Home Short Sale after Chapter 7 Bankruptcy: Why They Often Don't Go Together

Short Sale After Chapter 7 Bankruptcy: Is There Any Point?

short sale after chapter 7 bankruptcy

Guest Post by Atlanta Bankruptcy Attorney Peter Bricks.

Short Sale After Chapter 7 Bankruptcy: Duplicate Efforts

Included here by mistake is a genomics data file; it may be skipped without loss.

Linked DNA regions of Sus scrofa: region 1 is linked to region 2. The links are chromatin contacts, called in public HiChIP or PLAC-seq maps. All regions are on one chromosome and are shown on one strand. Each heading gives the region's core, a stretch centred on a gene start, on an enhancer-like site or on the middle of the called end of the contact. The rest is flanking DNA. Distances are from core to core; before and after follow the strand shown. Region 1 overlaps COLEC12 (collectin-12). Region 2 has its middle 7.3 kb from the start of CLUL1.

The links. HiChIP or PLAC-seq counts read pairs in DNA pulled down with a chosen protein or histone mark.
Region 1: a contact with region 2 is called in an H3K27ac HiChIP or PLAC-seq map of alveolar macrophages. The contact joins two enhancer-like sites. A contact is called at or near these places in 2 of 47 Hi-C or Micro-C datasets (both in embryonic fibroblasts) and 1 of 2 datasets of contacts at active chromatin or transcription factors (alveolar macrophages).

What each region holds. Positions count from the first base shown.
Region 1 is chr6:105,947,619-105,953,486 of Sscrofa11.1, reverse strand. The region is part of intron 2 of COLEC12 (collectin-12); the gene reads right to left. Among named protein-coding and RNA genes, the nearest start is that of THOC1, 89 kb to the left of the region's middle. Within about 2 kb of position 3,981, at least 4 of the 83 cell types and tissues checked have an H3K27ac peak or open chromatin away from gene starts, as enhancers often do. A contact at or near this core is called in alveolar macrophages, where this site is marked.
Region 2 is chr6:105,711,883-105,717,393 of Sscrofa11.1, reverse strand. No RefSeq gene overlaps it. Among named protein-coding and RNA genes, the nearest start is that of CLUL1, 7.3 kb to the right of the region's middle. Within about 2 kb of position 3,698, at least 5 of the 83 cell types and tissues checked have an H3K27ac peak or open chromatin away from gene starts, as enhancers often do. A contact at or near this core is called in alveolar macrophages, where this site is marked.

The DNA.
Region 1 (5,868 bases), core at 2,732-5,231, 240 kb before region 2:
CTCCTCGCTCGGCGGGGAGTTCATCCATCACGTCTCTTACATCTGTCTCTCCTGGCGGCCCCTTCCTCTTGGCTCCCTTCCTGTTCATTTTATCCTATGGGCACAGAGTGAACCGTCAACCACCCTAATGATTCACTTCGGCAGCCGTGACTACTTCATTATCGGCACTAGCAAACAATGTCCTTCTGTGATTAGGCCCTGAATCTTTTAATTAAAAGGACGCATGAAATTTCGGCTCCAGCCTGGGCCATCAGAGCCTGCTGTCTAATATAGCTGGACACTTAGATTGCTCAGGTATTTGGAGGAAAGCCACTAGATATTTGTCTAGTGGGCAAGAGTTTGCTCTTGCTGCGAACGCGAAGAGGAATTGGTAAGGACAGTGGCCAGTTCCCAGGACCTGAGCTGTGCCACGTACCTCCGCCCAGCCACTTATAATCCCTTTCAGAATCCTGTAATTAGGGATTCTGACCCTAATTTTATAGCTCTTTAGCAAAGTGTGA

I am often surprised how many chapter 7 bankruptcy debtors who want to file bankruptcy just before a foreclosure sale to stop the sale, ask the following question: Can I short sale my house after I file bankruptcy? Although it can be done, it rarely makes sense. The reason is because a home mortgage short sale after filing chapter 7 bankruptcy rarely makes sense. When I ask clients why they want to short sale their house after filing bankruptcy, the response I usually get back makes clear that the debtor does not fully understand the ramifications of their bankruptcy filing and the relief it afforded. Unless a chapter 7 debtor reaffirms their secured debt in the bankruptcy, then the debt is discharged. For example, lets say the debtor owns a house worth $130,000 and has a mortgage at $150,000. The house has negative equity, so if the debtor was not filing bankruptcy and wanted to get out from the house, the debtor would have to either sell it for a $20,000 loss and pay the difference at closing or get the bank to approve a mortgage short sale to forgive the deficiency. However, now take the same numbers, but put the debtor in a chapter 7 bankruptcy. In this scenario, the debtor does not have to worry about trying to get a short sale approved to cover the deficiency, because the debtor can simply choose not to reaffirm the mortgage within the bankruptcy. By not reaffirming the mortgage, there is no balance owed to the bank, and the debt is discharged in the bankruptcy. Since the debt is discharged in the bankruptcy, then there is no incentive for the debtor to work a short sale, as the debtor can walk away without financial repercussions as to the note at any point. It is important to distinguish that the lender only loses its rights as a creditor on the mortgage note when the debtor does not reaffirm. The lenders lien remains, so the lender can still foreclose on the property, and the debtor does not own it free and clear. However, since a debtor makes no money in a short sale anyway, why would the debtor bother trying to conduct a sale that makes no money when the debtor can pack up and move just as easily for the same no profit scenario? The primary scenario where it might behoove the debtor to conduct a short sale either during or after a chapter 7 bankruptcy is when the debtor has been working with a realtor for a good bit of time on a short sale prior to filing bankruptcy, but was unable to complete the sale prior to filing. The debtor might feel some incentive to get the realtor a commission by conducting a sale, as opposed to just letting it ultimately go to foreclosure. It is important to note in this scenario that it is the realtor, and not the debtor, who gains. Furthermore, the debtor will still not want to reaffirm the note in this case, as the note does not need to be reaffirmed for the debtor to sell the house, because the debtor would still be on title. Finally, the debtor would have to check with an accountant to verify there would be no tax consequences in this sale, particularly if the debtor is trying to sell an investment property. If you are a Michigan resident and would like to explore your options for a Chapter 7 or Chapter 13 bankruptcy with an experienced Michigan bankruptcy attorney, please contact us at (866) 674-2317 or click the button below to schedule a free, initial consultation.

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